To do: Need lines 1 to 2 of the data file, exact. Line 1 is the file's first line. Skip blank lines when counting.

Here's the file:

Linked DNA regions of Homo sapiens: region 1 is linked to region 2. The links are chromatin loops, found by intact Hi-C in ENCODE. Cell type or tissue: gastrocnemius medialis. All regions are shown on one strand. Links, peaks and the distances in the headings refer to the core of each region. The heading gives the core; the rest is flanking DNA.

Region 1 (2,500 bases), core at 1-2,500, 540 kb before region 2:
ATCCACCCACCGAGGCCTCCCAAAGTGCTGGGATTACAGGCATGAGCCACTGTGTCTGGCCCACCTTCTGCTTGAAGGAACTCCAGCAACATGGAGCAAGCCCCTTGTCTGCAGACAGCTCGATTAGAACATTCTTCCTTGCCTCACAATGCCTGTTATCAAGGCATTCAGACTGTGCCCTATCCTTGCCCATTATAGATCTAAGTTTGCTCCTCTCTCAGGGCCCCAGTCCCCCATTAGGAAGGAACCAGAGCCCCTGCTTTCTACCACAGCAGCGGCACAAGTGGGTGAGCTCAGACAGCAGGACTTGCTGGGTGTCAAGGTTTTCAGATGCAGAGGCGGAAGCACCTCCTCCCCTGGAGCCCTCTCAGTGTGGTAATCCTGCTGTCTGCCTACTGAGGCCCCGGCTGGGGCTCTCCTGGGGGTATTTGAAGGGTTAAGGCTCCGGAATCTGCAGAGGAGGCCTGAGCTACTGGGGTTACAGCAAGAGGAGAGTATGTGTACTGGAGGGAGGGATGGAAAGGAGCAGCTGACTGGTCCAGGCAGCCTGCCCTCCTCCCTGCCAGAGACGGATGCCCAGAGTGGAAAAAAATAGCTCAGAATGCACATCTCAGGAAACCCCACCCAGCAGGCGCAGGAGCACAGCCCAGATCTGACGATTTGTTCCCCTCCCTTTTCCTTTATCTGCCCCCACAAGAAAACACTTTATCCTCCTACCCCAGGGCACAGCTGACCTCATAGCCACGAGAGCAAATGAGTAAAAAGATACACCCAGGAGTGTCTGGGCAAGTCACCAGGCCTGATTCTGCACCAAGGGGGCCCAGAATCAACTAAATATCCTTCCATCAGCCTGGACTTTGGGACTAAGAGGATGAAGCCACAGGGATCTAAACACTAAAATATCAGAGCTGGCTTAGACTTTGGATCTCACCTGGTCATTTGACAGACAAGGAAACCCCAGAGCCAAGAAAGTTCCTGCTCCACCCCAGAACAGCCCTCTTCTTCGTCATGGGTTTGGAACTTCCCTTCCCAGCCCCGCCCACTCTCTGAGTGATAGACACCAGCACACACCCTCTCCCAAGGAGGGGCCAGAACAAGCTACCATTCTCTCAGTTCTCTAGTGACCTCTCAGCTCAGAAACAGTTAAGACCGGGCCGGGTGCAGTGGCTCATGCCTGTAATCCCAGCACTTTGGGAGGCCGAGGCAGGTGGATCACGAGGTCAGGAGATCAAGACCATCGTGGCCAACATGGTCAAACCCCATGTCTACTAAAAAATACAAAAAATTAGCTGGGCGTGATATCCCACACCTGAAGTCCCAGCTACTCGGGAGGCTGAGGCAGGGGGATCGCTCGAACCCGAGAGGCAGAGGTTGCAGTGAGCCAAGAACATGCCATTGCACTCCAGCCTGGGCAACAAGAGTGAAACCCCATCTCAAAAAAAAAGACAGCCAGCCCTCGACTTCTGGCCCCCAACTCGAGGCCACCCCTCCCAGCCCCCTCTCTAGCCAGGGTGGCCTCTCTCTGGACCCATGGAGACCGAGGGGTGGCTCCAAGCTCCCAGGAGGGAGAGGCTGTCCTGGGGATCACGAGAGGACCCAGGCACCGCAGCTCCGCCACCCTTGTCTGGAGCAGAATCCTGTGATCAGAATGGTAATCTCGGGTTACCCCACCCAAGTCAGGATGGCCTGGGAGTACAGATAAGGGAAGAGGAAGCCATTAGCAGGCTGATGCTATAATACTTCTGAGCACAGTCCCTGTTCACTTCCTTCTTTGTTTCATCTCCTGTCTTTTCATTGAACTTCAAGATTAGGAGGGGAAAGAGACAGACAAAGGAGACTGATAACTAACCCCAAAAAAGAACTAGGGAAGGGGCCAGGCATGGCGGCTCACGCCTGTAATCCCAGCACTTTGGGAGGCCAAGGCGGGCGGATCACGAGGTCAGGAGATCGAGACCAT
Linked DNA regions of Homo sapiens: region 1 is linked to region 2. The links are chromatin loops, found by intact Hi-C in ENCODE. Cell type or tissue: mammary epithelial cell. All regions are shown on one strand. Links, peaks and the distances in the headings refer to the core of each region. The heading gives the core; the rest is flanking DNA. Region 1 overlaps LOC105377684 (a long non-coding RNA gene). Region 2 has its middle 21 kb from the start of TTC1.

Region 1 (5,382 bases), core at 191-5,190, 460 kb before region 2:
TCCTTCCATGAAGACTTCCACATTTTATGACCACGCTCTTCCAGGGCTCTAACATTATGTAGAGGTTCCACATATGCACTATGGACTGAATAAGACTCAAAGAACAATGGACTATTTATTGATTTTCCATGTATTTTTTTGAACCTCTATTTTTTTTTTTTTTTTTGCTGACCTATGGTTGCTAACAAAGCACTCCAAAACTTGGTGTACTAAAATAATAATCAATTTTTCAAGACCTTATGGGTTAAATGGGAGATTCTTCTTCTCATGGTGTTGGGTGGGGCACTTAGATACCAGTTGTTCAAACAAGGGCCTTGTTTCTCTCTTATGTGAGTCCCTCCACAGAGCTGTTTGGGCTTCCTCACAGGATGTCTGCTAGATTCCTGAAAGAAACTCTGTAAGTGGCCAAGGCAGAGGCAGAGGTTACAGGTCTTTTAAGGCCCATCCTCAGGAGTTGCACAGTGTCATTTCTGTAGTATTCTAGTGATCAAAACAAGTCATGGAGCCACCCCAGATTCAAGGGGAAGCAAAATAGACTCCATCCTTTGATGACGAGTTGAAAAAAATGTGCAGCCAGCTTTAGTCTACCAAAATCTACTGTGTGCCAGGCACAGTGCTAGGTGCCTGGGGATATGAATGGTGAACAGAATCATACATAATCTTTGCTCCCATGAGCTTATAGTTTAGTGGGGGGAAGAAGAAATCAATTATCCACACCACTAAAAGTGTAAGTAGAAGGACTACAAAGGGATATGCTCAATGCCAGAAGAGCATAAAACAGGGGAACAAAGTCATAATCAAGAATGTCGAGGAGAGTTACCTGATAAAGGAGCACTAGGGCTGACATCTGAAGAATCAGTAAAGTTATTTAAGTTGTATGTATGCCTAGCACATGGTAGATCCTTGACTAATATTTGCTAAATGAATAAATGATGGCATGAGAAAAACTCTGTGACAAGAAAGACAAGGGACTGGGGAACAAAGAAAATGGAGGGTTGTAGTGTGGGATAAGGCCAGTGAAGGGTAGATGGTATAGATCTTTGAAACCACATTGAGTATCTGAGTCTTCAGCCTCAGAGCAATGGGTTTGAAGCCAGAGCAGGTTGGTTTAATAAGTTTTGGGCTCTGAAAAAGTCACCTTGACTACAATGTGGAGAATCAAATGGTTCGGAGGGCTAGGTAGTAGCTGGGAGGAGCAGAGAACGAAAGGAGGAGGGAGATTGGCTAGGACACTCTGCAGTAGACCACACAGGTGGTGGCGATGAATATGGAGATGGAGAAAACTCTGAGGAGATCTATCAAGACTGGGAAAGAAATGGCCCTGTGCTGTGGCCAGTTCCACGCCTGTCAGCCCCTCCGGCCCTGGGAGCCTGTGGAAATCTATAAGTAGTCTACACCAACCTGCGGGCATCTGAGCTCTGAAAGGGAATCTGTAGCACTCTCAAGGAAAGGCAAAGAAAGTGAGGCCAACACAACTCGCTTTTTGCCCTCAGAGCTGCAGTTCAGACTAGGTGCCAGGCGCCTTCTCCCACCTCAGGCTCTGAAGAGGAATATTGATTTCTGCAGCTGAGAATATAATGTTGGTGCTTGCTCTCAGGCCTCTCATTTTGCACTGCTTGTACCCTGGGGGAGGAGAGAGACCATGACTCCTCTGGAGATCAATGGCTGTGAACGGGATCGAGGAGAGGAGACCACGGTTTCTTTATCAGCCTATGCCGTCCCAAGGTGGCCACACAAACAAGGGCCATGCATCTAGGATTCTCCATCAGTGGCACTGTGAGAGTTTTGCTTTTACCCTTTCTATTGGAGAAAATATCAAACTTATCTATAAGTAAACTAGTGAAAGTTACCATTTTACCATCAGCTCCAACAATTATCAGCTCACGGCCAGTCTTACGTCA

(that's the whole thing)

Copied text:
Linked DNA regions of Homo sapiens: region 1 is linked to region 2. The links are chromatin loops, found by intact Hi-C in ENCODE. Cell type or tissue: gastrocnemius medialis. All regions are shown on one strand. Links, peaks and the distances in the headings refer to the core of each region. The heading gives the core; the rest is flanking DNA.

Region 1 (2,500 bases), core at 1-2,500, 540 kb before region 2: